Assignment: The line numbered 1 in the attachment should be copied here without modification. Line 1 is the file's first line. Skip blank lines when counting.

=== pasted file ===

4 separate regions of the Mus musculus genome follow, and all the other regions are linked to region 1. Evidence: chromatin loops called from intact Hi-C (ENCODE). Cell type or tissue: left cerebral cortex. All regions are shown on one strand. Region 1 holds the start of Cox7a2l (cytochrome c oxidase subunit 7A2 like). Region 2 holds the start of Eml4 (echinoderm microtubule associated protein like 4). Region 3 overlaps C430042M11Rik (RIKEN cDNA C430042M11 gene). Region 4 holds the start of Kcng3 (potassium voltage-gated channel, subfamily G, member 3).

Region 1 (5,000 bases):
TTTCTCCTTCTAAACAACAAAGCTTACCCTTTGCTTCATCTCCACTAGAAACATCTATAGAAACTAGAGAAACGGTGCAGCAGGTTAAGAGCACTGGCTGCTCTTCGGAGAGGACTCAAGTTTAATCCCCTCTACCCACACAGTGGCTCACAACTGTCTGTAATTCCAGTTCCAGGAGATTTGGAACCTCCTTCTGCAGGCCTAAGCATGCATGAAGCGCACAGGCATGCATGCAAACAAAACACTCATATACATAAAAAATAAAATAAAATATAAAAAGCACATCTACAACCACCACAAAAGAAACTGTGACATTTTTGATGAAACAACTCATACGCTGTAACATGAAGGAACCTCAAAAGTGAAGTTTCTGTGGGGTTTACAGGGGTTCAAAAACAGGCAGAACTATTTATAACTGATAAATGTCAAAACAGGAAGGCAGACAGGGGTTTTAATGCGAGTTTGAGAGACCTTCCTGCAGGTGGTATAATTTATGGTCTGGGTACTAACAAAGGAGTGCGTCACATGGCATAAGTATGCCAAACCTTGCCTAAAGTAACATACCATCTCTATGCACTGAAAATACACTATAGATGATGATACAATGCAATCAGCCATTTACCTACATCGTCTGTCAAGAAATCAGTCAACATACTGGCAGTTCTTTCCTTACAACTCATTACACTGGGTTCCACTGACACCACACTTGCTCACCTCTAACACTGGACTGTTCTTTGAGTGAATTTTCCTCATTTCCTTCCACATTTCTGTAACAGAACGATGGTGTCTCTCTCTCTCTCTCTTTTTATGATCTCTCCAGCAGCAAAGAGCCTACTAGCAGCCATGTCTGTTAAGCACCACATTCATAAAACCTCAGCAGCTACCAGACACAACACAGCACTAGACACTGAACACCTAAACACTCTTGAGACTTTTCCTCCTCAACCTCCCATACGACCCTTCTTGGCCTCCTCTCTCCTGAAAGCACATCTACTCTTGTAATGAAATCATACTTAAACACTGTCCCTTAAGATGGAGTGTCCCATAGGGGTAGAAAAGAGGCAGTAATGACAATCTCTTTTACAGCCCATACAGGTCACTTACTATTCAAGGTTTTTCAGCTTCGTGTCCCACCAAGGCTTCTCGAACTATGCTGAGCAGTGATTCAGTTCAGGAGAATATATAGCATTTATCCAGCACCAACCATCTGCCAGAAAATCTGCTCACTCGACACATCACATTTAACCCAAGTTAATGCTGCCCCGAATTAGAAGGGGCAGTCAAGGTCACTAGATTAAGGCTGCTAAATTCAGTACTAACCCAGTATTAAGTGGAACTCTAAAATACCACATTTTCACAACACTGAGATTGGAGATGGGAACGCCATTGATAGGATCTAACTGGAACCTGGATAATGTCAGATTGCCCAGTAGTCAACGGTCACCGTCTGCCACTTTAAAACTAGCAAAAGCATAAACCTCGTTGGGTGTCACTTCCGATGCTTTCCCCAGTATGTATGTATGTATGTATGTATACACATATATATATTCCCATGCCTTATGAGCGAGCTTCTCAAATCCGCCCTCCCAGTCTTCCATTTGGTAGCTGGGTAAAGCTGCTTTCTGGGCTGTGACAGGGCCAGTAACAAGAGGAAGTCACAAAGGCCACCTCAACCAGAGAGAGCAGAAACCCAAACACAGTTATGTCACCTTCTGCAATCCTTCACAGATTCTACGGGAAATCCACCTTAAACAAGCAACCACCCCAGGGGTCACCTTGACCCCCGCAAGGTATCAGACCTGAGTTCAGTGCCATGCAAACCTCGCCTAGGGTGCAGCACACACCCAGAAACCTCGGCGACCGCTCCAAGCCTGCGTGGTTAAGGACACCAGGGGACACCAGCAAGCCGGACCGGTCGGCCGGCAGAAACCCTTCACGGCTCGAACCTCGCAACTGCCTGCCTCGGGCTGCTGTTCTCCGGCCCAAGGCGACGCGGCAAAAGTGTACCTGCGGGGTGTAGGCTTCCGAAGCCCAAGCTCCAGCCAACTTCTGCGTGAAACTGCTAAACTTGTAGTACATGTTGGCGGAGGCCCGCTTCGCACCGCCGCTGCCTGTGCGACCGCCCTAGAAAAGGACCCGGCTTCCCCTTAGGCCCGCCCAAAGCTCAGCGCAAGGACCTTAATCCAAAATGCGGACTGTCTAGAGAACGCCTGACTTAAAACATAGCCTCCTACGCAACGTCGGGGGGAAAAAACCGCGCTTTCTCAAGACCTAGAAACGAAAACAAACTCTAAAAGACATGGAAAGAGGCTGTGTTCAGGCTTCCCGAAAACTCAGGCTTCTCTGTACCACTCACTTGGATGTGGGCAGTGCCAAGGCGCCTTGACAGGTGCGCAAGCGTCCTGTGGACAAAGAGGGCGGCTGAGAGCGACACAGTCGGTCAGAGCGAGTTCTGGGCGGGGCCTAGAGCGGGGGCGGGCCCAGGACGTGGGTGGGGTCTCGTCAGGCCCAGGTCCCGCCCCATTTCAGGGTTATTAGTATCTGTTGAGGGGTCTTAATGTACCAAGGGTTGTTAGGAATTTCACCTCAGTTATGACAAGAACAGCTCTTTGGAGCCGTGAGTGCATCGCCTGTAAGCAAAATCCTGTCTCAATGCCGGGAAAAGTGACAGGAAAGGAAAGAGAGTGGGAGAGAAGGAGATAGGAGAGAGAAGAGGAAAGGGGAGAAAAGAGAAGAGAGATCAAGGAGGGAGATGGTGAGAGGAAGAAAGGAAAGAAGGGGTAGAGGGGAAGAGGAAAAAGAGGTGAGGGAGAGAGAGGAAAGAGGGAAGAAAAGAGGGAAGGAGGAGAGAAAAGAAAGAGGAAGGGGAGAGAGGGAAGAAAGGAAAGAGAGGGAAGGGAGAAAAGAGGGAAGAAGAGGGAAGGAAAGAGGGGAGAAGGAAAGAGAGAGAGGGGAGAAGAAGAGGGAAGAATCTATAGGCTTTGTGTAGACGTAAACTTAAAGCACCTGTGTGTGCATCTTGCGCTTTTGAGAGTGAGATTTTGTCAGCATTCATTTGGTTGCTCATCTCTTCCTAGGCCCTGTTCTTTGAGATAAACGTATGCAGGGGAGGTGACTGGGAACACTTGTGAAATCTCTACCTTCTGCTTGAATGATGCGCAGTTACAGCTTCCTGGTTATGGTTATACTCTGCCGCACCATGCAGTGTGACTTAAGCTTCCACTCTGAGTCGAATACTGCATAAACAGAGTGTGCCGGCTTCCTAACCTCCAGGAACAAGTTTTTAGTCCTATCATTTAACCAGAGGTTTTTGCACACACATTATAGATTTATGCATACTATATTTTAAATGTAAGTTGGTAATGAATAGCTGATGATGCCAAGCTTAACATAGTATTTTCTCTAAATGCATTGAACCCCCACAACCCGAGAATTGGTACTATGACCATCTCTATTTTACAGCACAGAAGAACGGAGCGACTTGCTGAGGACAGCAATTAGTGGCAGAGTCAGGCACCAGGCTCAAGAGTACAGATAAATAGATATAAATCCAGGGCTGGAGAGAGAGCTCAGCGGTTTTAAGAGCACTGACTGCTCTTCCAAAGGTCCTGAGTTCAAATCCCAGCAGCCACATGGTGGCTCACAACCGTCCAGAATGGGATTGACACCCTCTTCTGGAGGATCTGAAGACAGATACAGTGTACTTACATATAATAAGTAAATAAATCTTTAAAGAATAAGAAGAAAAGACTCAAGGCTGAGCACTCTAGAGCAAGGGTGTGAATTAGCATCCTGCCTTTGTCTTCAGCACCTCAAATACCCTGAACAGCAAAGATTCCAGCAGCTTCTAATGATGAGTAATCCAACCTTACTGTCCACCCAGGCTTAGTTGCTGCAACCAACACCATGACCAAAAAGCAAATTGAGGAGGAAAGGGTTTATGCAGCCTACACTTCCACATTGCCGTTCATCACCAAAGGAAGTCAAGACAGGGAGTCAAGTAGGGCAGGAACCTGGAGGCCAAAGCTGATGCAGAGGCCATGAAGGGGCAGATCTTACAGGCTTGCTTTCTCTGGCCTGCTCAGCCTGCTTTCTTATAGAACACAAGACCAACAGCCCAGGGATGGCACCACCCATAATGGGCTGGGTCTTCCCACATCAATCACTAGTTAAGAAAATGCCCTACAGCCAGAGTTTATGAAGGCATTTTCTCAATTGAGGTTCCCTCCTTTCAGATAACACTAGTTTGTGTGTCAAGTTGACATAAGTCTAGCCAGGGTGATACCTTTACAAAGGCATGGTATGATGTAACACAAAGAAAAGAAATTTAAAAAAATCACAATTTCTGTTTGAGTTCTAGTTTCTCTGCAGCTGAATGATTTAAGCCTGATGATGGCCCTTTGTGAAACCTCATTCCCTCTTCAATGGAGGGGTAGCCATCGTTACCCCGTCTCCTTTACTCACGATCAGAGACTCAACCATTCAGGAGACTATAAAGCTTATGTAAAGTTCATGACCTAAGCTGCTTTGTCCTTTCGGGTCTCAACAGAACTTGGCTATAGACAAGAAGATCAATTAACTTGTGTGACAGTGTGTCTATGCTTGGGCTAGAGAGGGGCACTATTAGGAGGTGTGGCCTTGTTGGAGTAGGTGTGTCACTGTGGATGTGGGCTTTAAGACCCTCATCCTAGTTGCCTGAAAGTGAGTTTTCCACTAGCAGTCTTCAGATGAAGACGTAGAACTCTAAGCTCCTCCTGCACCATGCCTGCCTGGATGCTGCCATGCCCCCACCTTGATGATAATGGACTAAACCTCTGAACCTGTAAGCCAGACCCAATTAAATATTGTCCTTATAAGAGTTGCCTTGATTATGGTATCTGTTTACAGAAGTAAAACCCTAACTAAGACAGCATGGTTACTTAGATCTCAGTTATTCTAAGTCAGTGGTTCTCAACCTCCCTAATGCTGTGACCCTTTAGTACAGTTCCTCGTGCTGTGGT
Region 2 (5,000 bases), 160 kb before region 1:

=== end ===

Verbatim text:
4 separate regions of the Mus musculus genome follow, and all the other regions are linked to region 1. Evidence: chromatin loops called from intact Hi-C (ENCODE). Cell type or tissue: left cerebral cortex. All regions are shown on one strand. Region 1 holds the start of Cox7a2l (cytochrome c oxidase subunit 7A2 like). Region 2 holds the start of Eml4 (echinoderm microtubule associated protein like 4). Region 3 overlaps C430042M11Rik (RIKEN cDNA C430042M11 gene). Region 4 holds the start of Kcng3 (potassium voltage-gated channel, subfamily G, member 3).